Monday, September 06, 2021

The Clothesline Project at Guadalupe Mountains National Park


(Above: The Clothesline at Guadalupe Mountain National Park's Frijole Ranch.  Click on any image to enlarge.)

Even before driving across the country for this unique art residency, I knew that only a very small portion of The Clothesline would be needed for my public activity here at Guadalupe Mountains National Park.  Somehow or the other, I brought just the right number of pieces to fill a clothesline strung up between two trees and the corner of the spring house.  (To see more of The Clothesline, CLICK HERE for a video taken at the Rensing Center outside Pickens, SC.)  Everything was set up and ready by 10:00 AM on Saturday.  The activity went from 10 - 3 for all three days of this Labor Day Weekend.  It was the first time in eighteen months that the ranch house was open, and plenty of people came!   

On one picnic tables, I set out a nice selection of vintage fabric already backed with Wonder Under (Pellon 805, a heat-activated adhesive.)  Project participants sat down and traced their hand print on the adhesive's backing paper and it out.  


All sorts of individuals, families and friends had fun selecting which pattern they wanted and helping younger kids use the scissors.

At times, people got to meet other hikers and park visitors.  Many conversations swirled around which of the trails was the most picturesque and what wild life had been seen that day.  I mostly talked about the benefits of line drying clothes ... how the dryer is the biggest suck of household energy and how clothes actually last longer if never put inside a dryer.  Of course, there is also the joy of doing something by hand ... something that the families who once lived at Frijole Ranch knew all about.  Certainly, they had a clothesline!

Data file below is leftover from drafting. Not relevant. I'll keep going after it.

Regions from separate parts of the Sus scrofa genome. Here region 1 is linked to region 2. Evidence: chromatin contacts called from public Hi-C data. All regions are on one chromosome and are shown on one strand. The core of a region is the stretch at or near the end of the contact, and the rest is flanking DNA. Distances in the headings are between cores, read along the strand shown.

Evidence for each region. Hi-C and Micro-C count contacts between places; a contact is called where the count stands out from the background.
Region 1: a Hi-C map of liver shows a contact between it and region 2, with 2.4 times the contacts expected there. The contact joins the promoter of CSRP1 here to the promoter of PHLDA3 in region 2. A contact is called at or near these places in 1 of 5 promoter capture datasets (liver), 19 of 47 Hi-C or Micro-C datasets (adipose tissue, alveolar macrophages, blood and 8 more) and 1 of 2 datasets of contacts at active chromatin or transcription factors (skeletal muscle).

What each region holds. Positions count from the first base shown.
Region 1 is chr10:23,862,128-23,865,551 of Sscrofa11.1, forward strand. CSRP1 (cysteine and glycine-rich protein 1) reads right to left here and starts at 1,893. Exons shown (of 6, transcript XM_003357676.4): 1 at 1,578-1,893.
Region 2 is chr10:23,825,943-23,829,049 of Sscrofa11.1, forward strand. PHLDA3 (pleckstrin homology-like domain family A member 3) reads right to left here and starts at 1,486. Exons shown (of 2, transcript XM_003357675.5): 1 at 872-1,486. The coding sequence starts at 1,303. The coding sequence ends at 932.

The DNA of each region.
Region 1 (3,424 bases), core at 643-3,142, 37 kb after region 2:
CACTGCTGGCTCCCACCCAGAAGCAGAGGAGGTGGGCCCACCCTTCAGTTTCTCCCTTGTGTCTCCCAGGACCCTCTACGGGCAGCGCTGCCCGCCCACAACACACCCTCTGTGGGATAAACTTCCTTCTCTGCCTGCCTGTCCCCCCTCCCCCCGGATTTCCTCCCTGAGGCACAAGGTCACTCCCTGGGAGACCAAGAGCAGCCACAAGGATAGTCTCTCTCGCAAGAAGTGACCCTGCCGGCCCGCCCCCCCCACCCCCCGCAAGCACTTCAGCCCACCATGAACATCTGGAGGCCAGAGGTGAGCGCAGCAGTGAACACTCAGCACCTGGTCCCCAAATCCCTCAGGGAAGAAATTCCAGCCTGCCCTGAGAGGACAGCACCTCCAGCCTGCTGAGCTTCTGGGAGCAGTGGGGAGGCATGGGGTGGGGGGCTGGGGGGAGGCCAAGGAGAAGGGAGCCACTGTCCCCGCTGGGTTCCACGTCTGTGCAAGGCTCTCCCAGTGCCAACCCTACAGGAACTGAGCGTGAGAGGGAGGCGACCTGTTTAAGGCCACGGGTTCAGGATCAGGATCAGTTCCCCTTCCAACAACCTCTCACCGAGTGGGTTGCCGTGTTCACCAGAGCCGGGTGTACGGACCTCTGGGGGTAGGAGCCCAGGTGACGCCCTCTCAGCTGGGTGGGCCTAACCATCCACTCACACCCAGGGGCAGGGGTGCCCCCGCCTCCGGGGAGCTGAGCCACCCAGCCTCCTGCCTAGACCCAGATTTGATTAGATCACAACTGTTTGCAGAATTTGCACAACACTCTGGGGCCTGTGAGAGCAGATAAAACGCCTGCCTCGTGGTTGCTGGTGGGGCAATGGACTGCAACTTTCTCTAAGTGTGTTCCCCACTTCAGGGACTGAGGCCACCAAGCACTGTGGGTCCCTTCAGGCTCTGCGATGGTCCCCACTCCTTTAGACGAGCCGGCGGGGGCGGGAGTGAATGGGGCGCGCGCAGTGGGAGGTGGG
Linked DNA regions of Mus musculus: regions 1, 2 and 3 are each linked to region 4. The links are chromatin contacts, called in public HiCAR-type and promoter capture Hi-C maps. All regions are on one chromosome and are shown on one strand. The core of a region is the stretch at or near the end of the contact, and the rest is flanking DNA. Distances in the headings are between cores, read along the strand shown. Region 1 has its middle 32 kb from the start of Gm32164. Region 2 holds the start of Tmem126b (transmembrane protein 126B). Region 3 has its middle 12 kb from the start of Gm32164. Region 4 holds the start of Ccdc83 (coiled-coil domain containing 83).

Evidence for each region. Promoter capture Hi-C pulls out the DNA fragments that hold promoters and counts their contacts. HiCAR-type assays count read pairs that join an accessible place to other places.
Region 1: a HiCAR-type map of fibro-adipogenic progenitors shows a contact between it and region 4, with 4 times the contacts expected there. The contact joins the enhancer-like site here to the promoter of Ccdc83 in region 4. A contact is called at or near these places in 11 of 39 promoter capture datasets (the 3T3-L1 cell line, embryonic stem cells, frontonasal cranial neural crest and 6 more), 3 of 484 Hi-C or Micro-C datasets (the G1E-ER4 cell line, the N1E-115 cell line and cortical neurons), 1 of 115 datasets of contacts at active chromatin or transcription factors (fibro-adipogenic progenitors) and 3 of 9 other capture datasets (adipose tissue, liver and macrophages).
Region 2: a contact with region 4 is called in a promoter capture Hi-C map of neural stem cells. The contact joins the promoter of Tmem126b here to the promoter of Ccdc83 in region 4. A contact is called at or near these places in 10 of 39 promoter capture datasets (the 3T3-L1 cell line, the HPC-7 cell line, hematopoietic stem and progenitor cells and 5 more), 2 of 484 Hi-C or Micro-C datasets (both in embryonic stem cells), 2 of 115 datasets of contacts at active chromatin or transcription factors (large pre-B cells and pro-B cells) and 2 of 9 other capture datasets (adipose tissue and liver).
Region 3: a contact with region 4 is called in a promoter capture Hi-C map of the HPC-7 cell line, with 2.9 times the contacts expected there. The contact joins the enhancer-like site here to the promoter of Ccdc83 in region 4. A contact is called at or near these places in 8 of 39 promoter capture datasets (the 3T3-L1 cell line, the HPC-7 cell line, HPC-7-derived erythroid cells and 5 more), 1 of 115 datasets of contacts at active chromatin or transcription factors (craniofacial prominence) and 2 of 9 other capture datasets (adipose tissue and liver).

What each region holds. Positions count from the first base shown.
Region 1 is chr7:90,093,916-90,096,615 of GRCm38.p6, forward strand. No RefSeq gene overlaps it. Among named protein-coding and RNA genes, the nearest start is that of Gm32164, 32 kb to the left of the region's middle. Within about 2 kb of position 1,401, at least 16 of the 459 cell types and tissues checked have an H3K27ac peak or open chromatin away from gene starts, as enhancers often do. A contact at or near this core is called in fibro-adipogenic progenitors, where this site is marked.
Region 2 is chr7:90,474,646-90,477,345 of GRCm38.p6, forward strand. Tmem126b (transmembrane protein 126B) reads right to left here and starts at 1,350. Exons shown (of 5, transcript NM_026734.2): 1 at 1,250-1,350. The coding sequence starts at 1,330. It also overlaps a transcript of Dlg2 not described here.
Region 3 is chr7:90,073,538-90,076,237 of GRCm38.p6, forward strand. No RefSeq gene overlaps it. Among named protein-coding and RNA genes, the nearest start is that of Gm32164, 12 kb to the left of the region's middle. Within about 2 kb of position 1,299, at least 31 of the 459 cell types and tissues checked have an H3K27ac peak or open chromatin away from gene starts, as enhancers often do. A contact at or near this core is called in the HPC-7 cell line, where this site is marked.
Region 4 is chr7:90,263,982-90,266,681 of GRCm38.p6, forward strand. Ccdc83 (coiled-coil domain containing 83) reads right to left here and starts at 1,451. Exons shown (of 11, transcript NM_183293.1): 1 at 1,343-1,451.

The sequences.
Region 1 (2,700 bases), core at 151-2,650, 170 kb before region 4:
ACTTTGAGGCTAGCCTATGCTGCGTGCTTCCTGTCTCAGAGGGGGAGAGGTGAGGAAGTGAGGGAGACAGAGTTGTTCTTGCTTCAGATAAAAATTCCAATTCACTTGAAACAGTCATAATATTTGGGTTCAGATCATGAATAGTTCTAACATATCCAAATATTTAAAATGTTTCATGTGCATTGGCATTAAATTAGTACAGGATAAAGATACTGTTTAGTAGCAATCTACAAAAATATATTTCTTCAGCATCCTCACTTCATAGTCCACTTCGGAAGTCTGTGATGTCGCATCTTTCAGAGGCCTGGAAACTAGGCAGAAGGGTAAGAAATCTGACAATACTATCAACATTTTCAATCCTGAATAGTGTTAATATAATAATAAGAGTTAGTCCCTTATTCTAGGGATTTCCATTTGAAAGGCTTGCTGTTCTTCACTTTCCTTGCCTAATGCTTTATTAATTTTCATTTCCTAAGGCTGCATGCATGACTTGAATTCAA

Most people snapped photos of one another and their finished piece.  There was lots of laughter ...

...especially on Saturday, the slowest of the three days.  On that day, I also brought out my Bernina sewing machine and let people attempt to zigzag stitch around their hand print.  In the photo above, the young girl's father assisted in moving the fabric from the opposite side of the table.  She was working the foot pedal.  Together they persisted.  Both parents had fond memories of their older relatives who hung laundry on a line, used a vintage iron like mine, and sewed all their family's clothes.  Yet, this was the first time their daughter had ever done any of this.  We had a meaningful conversation about the way our world has changed.

It truly was a glorious day for stitching outside!

After cutting the hand prints out of the chosen fabric, participants moved to my ironing board.  On the ground was a large tub of vintage linens ... guest towels, place mats, pillowcases, dresser runners, decorative napkins, and dish towels.  Each person or group made a selection, removed the Wonder Under's facing paper from the back of the hand print, placed the hand print on the linen, and ironed it down ... fusing the hand print to the linen.  Several couples linked their fabric fingers!  It was sweet!  The husband in the photo above was from Hawaii.  For this photo, he posed with his hand in the Hawaiian surfer shaka/Hang Loose gesture.

 Later, another couple got creative with their hand prints.  She cut out a peace sign.  He did the shaka sign.

There were several families who sweetly put their hand prints together, but I only got this one photo.  Even the National Park's superintendent participated ... and I forgot to snap that picture too!  No matter what image I didn't take, I think the project made a positive impression.  The three days were rewarding in many ways.  Perhaps a few people will even use a clothesline in their future ... conserving energy, prolonging the life of their clothes, and enjoying the simple pleasure of doing something BY HAND!



Christine said...

Congratulations on, what sounds and looks like, a super weekend. Bet some of those folks will be talking about it for years and the children....what a memory.
Well done you.

Linda Laird said...

Susan, your mind is brilliant, and your heart is always open. A great combination for an artist!

mycamerandme365 said...

There is nothing nicer than bringing in a basket of dry laundry from the clothes line, warm and sweetly smelling of the breeze!

Ann Scott said...

I loved reading this post, you sparked something so special, this memory making time and activities, for these people and families.

Catherine - Mixed Media Artist said...

Such a different art residency than seems to be your usual stance - love that people came to your "doing days" - and the way the people thought about the "hand shape" and then went through with it all.